Anything New Under the Sun?: Social Movements and Virtual Social Networks in Comparative Perspective

Anything New Under the Sun?: Social Movements and Virtual Social Networks in Comparative Perspective

Pedro Pereira Neto (University Institute of Lisbon, Portugal) and Claudia Lamy (University Institute of Lisbon, Portugal)
Copyright: © 2020 |Pages: 21
DOI: 10.4018/978-1-7998-0377-5.ch019

Abstract

The most recent technologies of production, transmission, and access to information have made it possible, under appropriate conditions, to change the visibility of national and international concerns, as well as the protest movements many helped stimulate. Different countries have been faced with a multiplicity of movements articulated online that surpass virtual world barriers and (re) assume presence on the streets. In this chapter, drawing from several examples with different claim bases, authors discuss virtual social networks' role in political participation. However, as it happens in so many initiatives in this field, this is not affirmed from an underestimation of the role of Traditional Means of Communication or that of the trenches in the access and use of digital means.
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Introduction

Democratic regimes are going through a particular period of time, characterized by signs of a deep crisis of participation in its more traditional sense, either in an incremental abstention in electoral acts or in a no less significant reduction in membership rates partisan and union organization. Among the most frequently cited reasons for this context are an increasing distrust of holders of political representation positions, a lack of equal access to political decision-makers, along with a media under-representation of opinions considered to be a minority, in favor of the promotion of reductive, simplifying or spectacular visions of political reality.

Given this scenario, several voices have pointed to the possibility of a regeneration of the civic and participative fabric practicable through the New Media, including a greater plurality of themes and agents, a renewal and diversification of sources, and a broader concertation of interests around forms of political intervention and social reform (Pizzorno, 1998: 31).

However, contrary to what sometimes seems to result from the predominant technological gnosis based on the exaltation (and the exercises it allows) of a nihilified subject, such endeavor does not ignore the framed consideration of the individual, that is, from the particular appreciation of its context, its profile, and its intentionality. It requires, therefore, not a nihilified subject but a homo ampliatur socio-historically framed in its Inglehartean era of representative democratic dissatisfaction.

This same initiative is not new in itself and has already been the subject of scientific work on particular aspects of the framework advocated above - for example, the work developed by Memmi (1985). In the latter, the intensity of civic participation would depend mainly on the social, economic and cultural contexts of the participants, resulting in a stratification that contributes to the vertical construction of participation. In this sense, too, the work of Verba and Nice had already pointed out decades before, recognizing an overrepresentation of certain parts of the population traditionally favored - white men with higher literacy and high socioeconomic status - whose political influence was a reflection of their social and economic conditions (1972: 37).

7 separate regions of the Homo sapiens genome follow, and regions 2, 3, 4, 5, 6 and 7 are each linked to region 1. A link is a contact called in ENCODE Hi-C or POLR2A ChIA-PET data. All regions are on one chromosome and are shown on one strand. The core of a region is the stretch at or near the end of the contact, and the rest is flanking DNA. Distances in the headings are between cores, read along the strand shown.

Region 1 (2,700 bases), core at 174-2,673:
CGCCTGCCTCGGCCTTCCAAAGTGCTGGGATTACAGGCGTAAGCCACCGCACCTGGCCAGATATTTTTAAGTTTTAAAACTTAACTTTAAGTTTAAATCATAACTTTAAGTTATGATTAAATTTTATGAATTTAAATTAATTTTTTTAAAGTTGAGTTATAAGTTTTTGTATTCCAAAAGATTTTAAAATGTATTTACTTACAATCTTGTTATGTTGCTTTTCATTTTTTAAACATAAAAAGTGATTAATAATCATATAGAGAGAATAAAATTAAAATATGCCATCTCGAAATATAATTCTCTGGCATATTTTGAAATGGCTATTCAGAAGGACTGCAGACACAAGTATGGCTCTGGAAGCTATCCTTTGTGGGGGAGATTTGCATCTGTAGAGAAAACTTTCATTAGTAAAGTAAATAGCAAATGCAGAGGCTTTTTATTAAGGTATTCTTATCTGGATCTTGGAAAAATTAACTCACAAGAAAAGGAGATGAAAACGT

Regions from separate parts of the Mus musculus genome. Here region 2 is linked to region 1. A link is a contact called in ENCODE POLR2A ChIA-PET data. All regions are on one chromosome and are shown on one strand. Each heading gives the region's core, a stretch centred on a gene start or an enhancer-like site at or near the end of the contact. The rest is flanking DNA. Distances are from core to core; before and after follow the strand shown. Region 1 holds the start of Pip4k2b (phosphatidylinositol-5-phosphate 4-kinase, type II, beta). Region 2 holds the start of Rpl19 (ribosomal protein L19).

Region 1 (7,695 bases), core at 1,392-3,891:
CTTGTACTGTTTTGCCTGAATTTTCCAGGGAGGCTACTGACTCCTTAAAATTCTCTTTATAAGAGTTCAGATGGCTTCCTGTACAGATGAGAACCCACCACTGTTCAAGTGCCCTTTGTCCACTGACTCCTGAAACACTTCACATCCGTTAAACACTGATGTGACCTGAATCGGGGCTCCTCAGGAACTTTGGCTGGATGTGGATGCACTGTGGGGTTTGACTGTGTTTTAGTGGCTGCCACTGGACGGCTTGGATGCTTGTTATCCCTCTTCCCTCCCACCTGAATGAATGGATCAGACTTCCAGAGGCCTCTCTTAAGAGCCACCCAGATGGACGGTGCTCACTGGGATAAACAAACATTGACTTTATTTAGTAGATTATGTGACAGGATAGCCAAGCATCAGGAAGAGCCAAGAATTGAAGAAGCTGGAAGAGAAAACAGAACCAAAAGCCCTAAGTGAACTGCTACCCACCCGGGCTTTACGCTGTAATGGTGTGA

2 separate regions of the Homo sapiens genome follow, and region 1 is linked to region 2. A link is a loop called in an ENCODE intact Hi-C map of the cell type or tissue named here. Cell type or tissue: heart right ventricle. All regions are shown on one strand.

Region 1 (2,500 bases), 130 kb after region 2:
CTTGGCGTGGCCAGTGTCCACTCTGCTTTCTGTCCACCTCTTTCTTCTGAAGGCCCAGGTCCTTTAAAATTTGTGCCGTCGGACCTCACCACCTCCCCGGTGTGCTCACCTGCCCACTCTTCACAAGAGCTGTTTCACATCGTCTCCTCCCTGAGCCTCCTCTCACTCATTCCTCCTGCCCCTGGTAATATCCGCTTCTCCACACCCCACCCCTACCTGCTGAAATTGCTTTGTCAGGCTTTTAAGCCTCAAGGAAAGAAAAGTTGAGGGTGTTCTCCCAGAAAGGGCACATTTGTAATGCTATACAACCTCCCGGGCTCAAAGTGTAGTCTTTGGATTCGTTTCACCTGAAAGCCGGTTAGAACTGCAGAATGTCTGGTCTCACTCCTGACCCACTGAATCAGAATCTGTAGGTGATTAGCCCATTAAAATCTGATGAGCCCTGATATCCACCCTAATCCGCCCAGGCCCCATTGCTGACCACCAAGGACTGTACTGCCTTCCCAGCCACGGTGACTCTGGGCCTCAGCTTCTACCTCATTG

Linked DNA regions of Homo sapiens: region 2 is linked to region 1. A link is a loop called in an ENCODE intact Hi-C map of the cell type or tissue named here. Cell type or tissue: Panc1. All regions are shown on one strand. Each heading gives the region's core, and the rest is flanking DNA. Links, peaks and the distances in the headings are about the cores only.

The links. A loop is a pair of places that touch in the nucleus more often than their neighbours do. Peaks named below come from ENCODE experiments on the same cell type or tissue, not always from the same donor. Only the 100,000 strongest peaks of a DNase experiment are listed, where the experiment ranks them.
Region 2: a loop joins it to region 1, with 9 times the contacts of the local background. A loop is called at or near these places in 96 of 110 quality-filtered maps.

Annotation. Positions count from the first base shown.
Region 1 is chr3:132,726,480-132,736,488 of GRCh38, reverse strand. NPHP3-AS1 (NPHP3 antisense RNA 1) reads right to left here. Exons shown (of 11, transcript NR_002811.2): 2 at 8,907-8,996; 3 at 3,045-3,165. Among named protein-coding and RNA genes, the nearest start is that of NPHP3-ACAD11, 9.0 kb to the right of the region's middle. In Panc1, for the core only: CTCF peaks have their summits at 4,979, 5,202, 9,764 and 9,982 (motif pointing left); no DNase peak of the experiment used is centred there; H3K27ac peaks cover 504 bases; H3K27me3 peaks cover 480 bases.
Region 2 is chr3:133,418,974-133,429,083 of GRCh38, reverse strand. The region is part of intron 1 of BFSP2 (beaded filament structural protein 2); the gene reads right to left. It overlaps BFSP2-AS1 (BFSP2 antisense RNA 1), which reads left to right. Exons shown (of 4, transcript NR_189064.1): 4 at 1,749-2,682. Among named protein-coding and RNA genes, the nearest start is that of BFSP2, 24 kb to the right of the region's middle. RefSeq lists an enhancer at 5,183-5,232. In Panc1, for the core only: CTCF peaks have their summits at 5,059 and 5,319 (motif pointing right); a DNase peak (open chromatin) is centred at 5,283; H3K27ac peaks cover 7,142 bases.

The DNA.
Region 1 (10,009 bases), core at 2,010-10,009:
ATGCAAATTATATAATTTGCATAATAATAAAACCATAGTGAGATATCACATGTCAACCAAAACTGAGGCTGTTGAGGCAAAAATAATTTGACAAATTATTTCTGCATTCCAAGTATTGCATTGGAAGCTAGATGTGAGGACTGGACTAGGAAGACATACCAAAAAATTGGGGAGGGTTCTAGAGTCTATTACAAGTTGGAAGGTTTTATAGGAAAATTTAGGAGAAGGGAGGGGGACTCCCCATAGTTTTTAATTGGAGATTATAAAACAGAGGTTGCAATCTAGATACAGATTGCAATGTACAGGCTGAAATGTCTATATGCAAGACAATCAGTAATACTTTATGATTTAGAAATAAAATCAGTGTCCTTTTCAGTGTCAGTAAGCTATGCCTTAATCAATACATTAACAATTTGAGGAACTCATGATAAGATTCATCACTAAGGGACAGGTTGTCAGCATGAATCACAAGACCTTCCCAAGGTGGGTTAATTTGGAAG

These studies, therefore, demonstrated that the possession of certain material and symbolic resources enabled a more active political participation, namely as an exercise in democratic representation: with greater availability of material wealth, formation and literacies, for example, not only an individual you will have time for causes/initiatives of your interest and for promotion of other applications, but also a social status and a symbolic/credible capital or enough competence/aptitude to boost her/his own candidacy.

However, the possession of goods and competences does not imply similar aims, for which are much more decisive the values and the course of each individual, but also the national (and even international) political-economic context, variables on the basis of use of material resources (Dahl, 1961). In this sense, since citizens are using ICT, their social representations will be referential (Milbrath, 1965).

As such, even if one recognizes a correspondence between citizens' capacity to understand politics and their respective capacities for influence (Kaase and Barnes, 1979), technical literacy (equipment, infrastructures) or communication is not sufficiently explanatory (selection of media content): in reality, knowledge and understanding of the political system, its weaknesses, and added value, is essential for active political participation, even when practiced through ICT.

Key Terms in this Chapter

Techne: Craftsmanship, ability to use technology to pursue specific purposes.

Civitas: Related to the nature of the citizen, a part of a given society.

Inglehartian: According to Ronald Inglehart, cultural values are associated with economic and societal development, varying according to the level of satisfaction of basic needs. In light with this standpoint, societies and individuals in which basic needs have been met move on to focus on satisfying other ones, closer to civilizational values and not just survival.

Rhizomatic: A multiple, non-hierarchical structure.

Habits: Acquired and internalized predispositions underlying the way an individual thinks, feels and acts.

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